The Self-employment Income Support Scheme (SEISS) is a temporary scheme set up by the government to help self-employed people get through the coronavirus pandemic.
It was initially designed to cover three months, paying out one lump sum to those affected, but it’s been extended to provide another three payments.
The government’s Self-employment Income Support Scheme (SEISS) might be described as the self-employed version of the Coronavirus Job Retention Scheme (CJRS) for employed people.
While you’ll still owe Income Tax and National Insurance on any money you get through the SEISS, it’s a grant rather than a loan. That means you won’t need to pay it back.
The amount available under the SEISS has varied for each payment:
At the end of 2020, SEISS was extended, with two more grants announced to cover the self-employed until April 2021.
While the fourth grant is supposed to cover February to April 2021, it’s expected that we’ll have to wait until the UK Budget on 3 March 2021 for more details – including the percentage of profits it’ll cover.
It’s difficult to know whether there’ll be another SEISS grant extension beyond April 2021. The Chancellor, Rishi Sunak, will likely outline plans for any further self-employed support in his Budget announcement. We’ll keep you updated as more information is announced.
HMRC works out your average trading profit by taking your total trading profits or losses for tax years 2016-17 + 2017-18 + 2018-19 and dividing by three.
If your average trading profit is £51,000, for example, you can then divide that by 12 to work out how much SEISS will cover you for three months. Here’s an example at the 80 per cent level for the third grant:
If you’re a sole trader, HMRC will work out your trading profit after allowable business expenses. They’ll do this by adding any losses brought forward from previous tax years to the amount shown on your tax return as ‘total taxable profits from this business’.
If you’re a member of a partnership, HMRC will work out your share of the partnership’s profit after adjustments. They’ll do this by adding any losses brought forward from previous years to the amount shown as ‘your share of the total taxable profits from the partnership’s business’.
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The scheme has been set up to provide financial support to self-employed people and people in partnerships who’ve been affected by the coronavirus pandemic.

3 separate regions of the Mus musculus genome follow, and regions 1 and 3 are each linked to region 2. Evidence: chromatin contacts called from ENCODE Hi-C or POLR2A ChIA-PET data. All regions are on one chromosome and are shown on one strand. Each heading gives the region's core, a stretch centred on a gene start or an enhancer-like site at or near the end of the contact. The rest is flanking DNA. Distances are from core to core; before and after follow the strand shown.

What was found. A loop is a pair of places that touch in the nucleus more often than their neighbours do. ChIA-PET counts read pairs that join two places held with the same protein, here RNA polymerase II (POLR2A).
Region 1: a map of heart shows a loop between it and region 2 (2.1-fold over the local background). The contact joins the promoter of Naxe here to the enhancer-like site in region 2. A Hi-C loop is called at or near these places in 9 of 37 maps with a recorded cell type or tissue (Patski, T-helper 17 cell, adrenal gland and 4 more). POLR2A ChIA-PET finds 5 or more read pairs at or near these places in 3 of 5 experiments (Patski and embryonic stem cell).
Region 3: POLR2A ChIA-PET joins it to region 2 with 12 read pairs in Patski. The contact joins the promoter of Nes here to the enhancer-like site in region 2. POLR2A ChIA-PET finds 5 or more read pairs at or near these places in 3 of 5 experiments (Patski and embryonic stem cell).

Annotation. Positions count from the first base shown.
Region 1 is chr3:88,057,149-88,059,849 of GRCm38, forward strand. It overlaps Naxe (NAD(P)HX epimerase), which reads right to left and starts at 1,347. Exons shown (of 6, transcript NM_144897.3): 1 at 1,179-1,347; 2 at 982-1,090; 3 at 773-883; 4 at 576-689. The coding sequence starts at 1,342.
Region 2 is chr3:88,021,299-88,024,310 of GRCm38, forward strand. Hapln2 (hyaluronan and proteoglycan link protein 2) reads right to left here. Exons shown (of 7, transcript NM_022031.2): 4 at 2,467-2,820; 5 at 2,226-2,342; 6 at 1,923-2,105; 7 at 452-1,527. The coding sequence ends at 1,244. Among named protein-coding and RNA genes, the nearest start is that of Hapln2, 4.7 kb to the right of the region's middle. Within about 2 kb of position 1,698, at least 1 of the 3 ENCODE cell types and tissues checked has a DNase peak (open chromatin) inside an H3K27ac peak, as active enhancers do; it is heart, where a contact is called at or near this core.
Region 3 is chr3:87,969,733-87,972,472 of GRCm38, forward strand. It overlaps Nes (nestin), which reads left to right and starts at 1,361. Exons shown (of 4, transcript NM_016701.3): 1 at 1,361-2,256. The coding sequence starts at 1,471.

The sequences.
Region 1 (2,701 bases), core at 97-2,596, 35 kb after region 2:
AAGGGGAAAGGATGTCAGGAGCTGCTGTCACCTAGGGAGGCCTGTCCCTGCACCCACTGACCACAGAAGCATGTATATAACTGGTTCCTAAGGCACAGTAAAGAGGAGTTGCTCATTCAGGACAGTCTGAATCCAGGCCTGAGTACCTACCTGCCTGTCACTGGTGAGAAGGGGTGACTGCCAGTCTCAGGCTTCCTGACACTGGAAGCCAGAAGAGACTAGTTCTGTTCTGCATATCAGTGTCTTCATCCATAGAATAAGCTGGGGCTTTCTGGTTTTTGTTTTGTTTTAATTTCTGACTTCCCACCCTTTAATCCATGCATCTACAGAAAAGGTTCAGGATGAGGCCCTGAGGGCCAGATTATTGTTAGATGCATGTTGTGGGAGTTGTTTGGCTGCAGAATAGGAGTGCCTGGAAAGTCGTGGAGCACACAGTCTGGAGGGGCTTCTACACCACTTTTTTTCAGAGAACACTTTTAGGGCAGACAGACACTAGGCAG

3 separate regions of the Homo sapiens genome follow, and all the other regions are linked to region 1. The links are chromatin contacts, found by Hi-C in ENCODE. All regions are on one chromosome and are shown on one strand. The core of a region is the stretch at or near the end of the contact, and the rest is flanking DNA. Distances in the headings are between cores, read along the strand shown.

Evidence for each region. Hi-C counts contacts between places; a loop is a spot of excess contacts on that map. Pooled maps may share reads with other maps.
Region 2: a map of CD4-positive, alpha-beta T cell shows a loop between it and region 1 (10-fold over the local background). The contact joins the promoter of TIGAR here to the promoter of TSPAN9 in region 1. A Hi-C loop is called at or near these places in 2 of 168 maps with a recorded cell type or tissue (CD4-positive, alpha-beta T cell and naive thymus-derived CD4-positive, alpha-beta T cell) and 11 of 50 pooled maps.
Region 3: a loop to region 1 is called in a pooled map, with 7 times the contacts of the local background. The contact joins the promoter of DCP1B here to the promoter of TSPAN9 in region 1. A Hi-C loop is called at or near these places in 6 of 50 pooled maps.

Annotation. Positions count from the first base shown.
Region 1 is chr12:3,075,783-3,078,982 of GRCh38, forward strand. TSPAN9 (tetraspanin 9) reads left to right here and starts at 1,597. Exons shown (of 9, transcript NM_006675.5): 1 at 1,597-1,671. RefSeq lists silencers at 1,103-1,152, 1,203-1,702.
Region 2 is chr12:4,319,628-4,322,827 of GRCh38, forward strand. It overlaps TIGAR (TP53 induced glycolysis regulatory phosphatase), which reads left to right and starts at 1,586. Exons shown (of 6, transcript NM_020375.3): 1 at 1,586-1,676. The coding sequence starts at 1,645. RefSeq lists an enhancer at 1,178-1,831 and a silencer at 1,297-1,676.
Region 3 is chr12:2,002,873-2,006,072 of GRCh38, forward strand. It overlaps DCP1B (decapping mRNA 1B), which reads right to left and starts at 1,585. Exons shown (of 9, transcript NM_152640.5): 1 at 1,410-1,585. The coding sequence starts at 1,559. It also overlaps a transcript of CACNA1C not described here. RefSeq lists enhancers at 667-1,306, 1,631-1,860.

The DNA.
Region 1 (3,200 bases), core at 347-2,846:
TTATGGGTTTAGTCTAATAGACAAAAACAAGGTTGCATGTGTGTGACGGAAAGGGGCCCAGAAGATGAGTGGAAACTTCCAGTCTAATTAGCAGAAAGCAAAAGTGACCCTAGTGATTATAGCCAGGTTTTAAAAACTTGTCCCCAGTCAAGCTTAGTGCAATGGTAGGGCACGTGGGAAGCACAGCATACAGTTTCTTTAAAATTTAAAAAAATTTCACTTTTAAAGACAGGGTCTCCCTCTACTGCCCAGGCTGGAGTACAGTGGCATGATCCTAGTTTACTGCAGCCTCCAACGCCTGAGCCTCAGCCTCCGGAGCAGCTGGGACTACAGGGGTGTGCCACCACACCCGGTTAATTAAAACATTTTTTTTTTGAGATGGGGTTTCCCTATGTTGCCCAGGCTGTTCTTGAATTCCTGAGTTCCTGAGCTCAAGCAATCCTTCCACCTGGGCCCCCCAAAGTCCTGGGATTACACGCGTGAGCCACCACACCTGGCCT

If you weren’t eligible for previous grants, you haven’t been able to claim the newer ones either.
For the most recent grant, you needed to have been either currently trading but suffering reduced demand because of coronavirus, or temporarily unable to trade because of coronavirus.
Other SEISS eligibility means that you need to:
If you didn’t submit your 2018-19 Self Assessment tax return by 23 April 2020 you won’t be able to claim SEISS.
For the third grant, you needed to have a ‘reasonable belief’ that you’ll suffer reduced profits because of coronavirus – and you have to keep records to support the claim.
Gov.uk gives the example of a personal trainer whose gym has closed because of lockdown. As she can’t work in the gym, she’ll have a reasonable belief that her profits will reduce. There are more examples here, including what counts as not having a reasonable belief.
The deadline for applying for the third grant has now passed. Details of the fourth grant won’t be announced until 3 March 2021.
If you do apply, it’ll be useful to have the following information to hand:
You can check gov.uk’s business support pages for information as it’s announced.
You’ll find out whether you’ll get the grant as soon as you’ve made your SEISS claim. If they approve your claim, the money should come through within six working days.
Make sure you keep a copy of all records associated with your claim, the same as you would for all your other self-employed records. You should keep a record of:
This is so you can report your grant:
Unlike furloughed employees under the CJRS, the SEISS allows self-employed people to continue working. You’re also free to start a new trade, employment, volunteering, or be an armed forces reservist.
You can read about other financial help you may be eligible for in our article on coronavirus support for small business and the self-employed. We’ve also got a guide to small business grants if you’re looking specifically for funding you don’t have to pay back.
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